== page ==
The Diplomat | 4 November 2014
US pressures China to kill Asia-Pacific free trade agreement talks
The U.S. is reportedly opposing discussion of FTAAP at the upcoming APEC summit.
By Shannon Tiezzi
Last week, in the official preview of the APEC summit given by China’s foreign minister, Wang Yi noted that China wants forward progress on the Asia-Pacific Free Trade Area (FTAAP). However, a recent report from the Wall Street Journal indicates that the U.S. is trying to shut down those discussions.
As the WSJ notes, the idea of FTAAP has been around for years. The U.S. initially supported the idea, but recently the Obama administration has shifted its focus to the Trans-Pacific Partnership (TPP), a “high standard” trade agreement that would include 12 countries on both sides of the Pacific – Australia, Brunei, Canada, Chile, Japan, Malaysia, Mexico, New Zealand, Peru, Singapore, the U.S., and Vietnam – while excluding China. The Obama administration places a heavy emphasis on the TPP as the economic pillar of its “rebalance to Asia,” and apparently is not keen to see momentum diluted by the introduction of a new trade arrangement.
The Wall Street Journal reports that the U.S. pressured Beijing to drop two provisions dealing with FTAAP from the draft APEC communique. One provision called for APEC to begin a feasibility study for FTAAP, which would be the first formal step in negotiating the new FTA. The other provision set a target date of 2025 to close the deal. According to the Wall Street Journal, both provisions were removed from the draft after the U.S. protested.
According to estimates from the Peterson Institute of International Economics cited by the WSJ, FTAAP would represent a “win-win” for the U.S. and China – although China would “win” far more. PIIE estimates that, by 2025, the FTAAP would help the U.S. gain about $626 billion in exports, while China would gain a whopping $1.6 trillion. Under the TPP arrangement, the U.S. would gain far less in exports (about $191 billion) but China would actually stand to lose roughly $100 billion in exports as the TPP nations would shift their trade focus to other TPP member economies.
From a Chinese perspective, then, the U.S. move to block FTAAP smacks of containment. When Chinese analysts complain of a “Cold War” or “zero sum” mentality, this is exactly the sort of political calculation there are talking about: Washington would rather minimize its own gains to ensure maximum Chinese losses. Plus, U.S. pressure to kill FTAAP mirrors a similar attempt by Washington to persuade its allies and partners not to sign on to China’s Asian Infrastructure Investment Bank. To Beijing, it certainly looks like Washington is out to block any regional economic initiatives that stem from China.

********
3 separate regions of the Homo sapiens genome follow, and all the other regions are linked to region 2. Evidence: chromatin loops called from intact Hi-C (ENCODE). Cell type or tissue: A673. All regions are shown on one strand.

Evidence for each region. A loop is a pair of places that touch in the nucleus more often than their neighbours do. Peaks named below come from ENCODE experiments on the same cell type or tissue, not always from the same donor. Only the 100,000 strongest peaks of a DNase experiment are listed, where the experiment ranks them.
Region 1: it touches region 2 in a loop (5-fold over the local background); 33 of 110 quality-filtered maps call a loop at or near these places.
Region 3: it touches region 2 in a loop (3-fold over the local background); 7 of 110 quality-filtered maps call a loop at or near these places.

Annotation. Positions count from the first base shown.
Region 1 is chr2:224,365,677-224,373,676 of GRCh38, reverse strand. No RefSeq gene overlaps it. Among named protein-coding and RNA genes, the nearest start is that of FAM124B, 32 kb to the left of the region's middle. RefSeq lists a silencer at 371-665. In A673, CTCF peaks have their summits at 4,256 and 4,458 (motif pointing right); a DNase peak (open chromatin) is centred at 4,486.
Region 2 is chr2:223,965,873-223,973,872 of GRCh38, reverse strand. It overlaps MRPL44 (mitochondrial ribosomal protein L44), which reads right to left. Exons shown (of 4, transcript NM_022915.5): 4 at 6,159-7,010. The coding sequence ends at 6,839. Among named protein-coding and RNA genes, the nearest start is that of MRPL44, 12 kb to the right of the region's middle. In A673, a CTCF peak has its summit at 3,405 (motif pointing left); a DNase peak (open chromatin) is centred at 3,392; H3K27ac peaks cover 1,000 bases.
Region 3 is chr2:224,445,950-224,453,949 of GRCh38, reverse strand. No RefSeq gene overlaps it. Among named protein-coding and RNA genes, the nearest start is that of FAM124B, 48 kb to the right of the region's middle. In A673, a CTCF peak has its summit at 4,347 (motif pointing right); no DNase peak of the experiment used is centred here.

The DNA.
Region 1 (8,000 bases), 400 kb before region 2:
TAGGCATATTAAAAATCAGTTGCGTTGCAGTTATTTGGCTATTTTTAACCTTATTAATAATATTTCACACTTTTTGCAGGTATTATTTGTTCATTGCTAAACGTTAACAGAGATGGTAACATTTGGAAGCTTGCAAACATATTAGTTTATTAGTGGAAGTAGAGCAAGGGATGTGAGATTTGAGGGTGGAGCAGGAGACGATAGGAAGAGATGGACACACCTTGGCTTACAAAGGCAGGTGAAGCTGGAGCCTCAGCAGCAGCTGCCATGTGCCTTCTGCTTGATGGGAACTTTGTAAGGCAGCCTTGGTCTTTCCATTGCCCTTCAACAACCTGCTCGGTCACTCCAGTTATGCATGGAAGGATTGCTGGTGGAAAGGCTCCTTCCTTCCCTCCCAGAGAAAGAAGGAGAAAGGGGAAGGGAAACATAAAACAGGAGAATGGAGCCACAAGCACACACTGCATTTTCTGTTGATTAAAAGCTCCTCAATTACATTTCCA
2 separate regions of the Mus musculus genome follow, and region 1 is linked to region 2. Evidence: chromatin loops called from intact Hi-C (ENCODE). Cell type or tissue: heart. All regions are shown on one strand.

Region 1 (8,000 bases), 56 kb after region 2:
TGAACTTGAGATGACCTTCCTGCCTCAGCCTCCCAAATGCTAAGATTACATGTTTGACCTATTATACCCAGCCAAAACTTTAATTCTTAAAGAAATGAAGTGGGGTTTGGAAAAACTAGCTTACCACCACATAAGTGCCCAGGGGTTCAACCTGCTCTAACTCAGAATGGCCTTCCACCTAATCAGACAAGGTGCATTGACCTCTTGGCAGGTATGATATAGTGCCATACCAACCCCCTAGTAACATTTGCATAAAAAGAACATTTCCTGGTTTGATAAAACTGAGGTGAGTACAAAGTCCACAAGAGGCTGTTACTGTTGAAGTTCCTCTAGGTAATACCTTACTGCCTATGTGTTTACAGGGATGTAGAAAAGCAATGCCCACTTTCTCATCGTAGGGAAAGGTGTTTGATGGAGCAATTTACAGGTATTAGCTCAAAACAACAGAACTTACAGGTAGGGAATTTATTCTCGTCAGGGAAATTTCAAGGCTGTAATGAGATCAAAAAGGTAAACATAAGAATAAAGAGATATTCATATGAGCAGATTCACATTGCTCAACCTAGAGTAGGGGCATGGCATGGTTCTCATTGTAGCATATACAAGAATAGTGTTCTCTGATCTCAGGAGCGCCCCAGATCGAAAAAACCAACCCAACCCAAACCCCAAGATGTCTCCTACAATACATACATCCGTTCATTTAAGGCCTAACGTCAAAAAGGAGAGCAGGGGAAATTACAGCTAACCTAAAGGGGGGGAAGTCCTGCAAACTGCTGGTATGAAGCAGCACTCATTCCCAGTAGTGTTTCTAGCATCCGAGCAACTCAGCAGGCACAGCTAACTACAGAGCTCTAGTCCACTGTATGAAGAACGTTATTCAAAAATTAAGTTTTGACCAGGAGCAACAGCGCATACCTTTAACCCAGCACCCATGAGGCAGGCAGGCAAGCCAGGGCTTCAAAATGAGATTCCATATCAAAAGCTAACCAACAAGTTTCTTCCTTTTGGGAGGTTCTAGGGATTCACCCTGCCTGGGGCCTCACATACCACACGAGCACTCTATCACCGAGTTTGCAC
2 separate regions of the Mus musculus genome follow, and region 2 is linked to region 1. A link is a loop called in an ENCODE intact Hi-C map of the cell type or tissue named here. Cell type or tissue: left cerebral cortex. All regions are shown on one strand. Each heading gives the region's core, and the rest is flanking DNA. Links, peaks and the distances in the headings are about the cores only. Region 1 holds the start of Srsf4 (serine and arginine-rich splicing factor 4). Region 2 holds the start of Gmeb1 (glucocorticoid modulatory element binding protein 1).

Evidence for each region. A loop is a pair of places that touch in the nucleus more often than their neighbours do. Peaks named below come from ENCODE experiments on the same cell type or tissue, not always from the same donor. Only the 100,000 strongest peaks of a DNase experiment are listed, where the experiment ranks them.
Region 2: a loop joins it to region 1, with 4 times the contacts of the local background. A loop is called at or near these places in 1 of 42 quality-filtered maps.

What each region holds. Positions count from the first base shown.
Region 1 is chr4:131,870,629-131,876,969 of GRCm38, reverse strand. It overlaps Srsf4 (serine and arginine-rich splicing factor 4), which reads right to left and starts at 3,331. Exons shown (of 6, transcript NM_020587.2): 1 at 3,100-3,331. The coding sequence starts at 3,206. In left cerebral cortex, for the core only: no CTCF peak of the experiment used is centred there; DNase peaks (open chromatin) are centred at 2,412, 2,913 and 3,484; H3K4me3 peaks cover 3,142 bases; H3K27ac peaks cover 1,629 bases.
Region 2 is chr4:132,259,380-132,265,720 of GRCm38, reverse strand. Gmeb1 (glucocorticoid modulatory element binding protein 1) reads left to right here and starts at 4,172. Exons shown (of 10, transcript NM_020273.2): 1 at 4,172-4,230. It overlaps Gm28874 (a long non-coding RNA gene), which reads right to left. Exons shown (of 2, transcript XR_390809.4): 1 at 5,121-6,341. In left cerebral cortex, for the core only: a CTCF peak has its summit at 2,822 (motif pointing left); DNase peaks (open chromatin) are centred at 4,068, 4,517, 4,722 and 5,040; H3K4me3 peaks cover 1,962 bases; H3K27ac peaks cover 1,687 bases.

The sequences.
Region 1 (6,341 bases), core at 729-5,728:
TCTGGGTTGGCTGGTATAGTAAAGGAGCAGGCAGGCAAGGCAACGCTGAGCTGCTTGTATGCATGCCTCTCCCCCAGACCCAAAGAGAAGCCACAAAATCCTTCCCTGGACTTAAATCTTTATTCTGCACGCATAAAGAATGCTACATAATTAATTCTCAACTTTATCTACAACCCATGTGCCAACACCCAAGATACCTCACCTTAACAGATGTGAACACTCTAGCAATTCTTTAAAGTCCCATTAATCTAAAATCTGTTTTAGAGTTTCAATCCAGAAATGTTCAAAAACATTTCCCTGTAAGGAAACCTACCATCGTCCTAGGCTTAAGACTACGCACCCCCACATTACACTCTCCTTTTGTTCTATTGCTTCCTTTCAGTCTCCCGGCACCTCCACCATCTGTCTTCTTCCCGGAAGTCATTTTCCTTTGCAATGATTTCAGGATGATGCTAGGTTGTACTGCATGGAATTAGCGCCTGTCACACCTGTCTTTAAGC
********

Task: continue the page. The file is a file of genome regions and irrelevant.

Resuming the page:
From a U.S. perspective, though, this decision is simply pragmatic. The TPP negotiations are close to being finalized, but recent deadlocks have stalled progress. Under these circumstances, the Obama administration likely feels that introducing a new, even larger trade proposal would sap what little momentum remains for the TPP. FTAAP negotiations would be a long, messy process (as seen by China’s original target date of finalizing negotiations by 2025) and may ultimately end in failure given the number of countries and divergent interests involved.
Plus, the Obama administration wants to use TPP to ensure that other countries meet the United States’ “high standards” in defining free markets and ensuring intellectual property rights. A parallel agreement that is both more inclusive and less stringent in its requirements would kill any impetus for regional governments to strive to meet those standards.
When it comes to regional trade arrangements, the U.S. and China are simply not on the same page. If the U.S. takes FTAAP off the table, China may simply return to emphasizing the Regional Comprehensive Economic Partnership (RCEP), a proposed free trade bloc that would include the ASEAN member states plus Australia, China, India, Japan, South Korea, and New Zealand (with the U.S. on the outside looking in).
There is a glimmer of hope for economic cooperation on the bilateral level, however. As Elizabeth Economy noted in her APEC preview, in a best case scenario the U.S. and China can begin to make some real progress on a bilateral investment treaty during Obama and Xi’s bilateral meetings.